Fundamentally, these elements are not a significant departure from the status quo; however, it is important to note that Amazon Pharmacy’s inclusion of a prescription discount benefit alongside its pharmacy services is a first. To fully appreciate what this means, one must first differentiate a discount benefit program from prescription drug discounts. A discount benefit program uses existing pharmacy benefit manager (PBM) network contracted rates with pharmacies (eg, Cigna, Express Scripts). Patients without insurance can use the program to access the same PBM negotiated prices as patients within that prescription insurance network. In this way, by leveraging these previously negotiated discounted rates, Amazon’s system essentially duplicates the GoodRx prescription discount card business model. In the case of Amazon Pharmacy, only the Express Scripts PBM network will be used to administer its discount benefit program.

This is in contrast to prescription drug discounts offered by the pharmacy on the list price of the prescription drugs that it sells. Amazon’s choice to not directly discount drug prices means that it was unsuccessful in its attempts to transform the drug distribution channel. Instead, it depends on a discount benefit program model that relies on existing PBMs, which ultimately may escalate overall prescription drug costs.6 In other words, the foundation of Amazon Pharmacy is built firmly on the status quo.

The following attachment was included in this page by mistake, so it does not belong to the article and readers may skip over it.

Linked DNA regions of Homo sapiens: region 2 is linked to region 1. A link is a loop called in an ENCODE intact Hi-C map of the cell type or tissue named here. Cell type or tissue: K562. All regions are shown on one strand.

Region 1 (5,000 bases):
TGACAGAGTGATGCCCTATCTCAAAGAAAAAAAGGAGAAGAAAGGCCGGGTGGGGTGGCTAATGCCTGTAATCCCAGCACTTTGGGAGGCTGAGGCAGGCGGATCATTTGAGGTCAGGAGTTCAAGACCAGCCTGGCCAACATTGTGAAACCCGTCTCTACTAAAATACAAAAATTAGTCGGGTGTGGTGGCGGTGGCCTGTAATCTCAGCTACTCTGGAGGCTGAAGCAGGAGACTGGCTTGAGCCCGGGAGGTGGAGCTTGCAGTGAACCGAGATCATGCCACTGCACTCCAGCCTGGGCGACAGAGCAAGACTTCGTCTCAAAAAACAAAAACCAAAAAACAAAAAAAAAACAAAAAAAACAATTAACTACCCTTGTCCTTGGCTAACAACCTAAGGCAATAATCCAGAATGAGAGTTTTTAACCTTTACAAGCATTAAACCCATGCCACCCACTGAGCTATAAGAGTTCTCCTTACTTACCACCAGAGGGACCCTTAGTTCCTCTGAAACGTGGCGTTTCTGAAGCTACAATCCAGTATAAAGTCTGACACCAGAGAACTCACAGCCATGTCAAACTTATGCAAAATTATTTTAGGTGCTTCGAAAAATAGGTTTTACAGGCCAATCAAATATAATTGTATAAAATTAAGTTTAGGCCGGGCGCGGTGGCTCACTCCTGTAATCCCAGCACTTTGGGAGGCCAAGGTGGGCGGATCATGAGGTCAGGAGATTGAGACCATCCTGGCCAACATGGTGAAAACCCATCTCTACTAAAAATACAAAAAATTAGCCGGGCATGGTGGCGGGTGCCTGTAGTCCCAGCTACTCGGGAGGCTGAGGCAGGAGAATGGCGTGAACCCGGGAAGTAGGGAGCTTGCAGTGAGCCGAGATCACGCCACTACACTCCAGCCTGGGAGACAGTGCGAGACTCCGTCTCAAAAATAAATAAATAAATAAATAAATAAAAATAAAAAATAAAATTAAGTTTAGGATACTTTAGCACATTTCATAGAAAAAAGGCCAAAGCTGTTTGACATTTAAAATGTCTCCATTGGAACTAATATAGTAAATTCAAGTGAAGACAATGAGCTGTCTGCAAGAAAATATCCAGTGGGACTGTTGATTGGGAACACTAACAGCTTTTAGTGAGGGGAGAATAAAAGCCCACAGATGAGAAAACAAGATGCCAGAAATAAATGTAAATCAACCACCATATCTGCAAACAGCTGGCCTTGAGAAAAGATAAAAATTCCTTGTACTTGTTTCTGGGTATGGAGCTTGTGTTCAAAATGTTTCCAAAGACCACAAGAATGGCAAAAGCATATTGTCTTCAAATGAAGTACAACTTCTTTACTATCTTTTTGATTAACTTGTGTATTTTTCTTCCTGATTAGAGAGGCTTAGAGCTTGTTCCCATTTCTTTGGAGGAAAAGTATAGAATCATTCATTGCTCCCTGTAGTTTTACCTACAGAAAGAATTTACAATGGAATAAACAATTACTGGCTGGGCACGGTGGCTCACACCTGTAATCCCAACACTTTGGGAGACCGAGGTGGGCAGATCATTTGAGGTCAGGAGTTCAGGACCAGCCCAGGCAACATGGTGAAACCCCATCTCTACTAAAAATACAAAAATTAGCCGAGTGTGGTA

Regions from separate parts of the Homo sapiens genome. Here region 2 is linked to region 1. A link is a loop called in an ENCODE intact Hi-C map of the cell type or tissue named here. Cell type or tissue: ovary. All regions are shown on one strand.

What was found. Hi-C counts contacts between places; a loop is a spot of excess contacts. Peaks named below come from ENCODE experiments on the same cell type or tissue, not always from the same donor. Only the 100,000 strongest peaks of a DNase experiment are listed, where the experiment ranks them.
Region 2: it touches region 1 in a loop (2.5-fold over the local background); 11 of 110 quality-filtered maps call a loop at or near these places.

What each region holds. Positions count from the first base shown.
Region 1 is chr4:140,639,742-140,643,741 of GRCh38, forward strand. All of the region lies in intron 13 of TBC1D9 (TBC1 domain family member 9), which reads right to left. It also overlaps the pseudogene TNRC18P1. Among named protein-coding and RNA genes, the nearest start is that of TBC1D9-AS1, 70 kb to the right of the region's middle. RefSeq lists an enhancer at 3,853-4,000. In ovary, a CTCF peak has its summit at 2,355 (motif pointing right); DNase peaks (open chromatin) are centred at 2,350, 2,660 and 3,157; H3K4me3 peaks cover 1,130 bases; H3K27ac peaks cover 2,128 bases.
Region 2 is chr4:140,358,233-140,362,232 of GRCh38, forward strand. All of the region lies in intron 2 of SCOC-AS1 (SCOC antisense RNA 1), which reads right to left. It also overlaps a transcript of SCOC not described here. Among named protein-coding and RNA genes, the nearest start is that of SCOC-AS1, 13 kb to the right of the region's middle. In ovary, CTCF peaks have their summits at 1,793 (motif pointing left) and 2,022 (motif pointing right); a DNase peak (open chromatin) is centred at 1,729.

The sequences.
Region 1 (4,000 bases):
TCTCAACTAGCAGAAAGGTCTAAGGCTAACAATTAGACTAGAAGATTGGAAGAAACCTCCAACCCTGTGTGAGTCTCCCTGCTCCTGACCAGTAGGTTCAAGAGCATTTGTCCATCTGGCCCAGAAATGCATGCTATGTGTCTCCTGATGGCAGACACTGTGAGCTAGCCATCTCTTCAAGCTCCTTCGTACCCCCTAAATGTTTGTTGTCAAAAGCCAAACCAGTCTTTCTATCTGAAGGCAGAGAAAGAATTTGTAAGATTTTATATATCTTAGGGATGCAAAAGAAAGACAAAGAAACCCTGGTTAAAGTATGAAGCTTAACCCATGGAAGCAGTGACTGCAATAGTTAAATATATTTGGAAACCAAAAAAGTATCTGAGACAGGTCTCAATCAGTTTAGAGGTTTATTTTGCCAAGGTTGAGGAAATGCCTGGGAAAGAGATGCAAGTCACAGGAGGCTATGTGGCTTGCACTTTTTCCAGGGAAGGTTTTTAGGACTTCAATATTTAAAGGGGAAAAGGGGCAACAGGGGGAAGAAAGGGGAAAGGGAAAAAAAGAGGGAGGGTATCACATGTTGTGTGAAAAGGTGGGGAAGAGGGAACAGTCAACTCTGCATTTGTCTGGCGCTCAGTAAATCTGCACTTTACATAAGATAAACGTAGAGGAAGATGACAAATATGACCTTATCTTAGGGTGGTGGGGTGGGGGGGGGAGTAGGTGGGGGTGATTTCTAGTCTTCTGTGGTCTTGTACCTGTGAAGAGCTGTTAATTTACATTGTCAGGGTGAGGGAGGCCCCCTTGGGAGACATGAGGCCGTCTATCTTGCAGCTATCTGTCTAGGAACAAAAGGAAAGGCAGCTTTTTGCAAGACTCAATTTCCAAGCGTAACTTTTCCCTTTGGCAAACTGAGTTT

A true supply chain disruption would focus on low-cost generic prices and pass discounts directly to patients—but this is not what Amazon has done. Rather, Amazon Pharmacy offers discounts through third-party PBM networks, which will still take a portion of sales and inflate the overall cost of pharmacy services. Disrupting supply chains by streamlining lean processes and eliminating waste to generate lower prices and a more customer-centric experience is what made Amazon a leader in other retail spaces; its inability to do so here may speak volumes.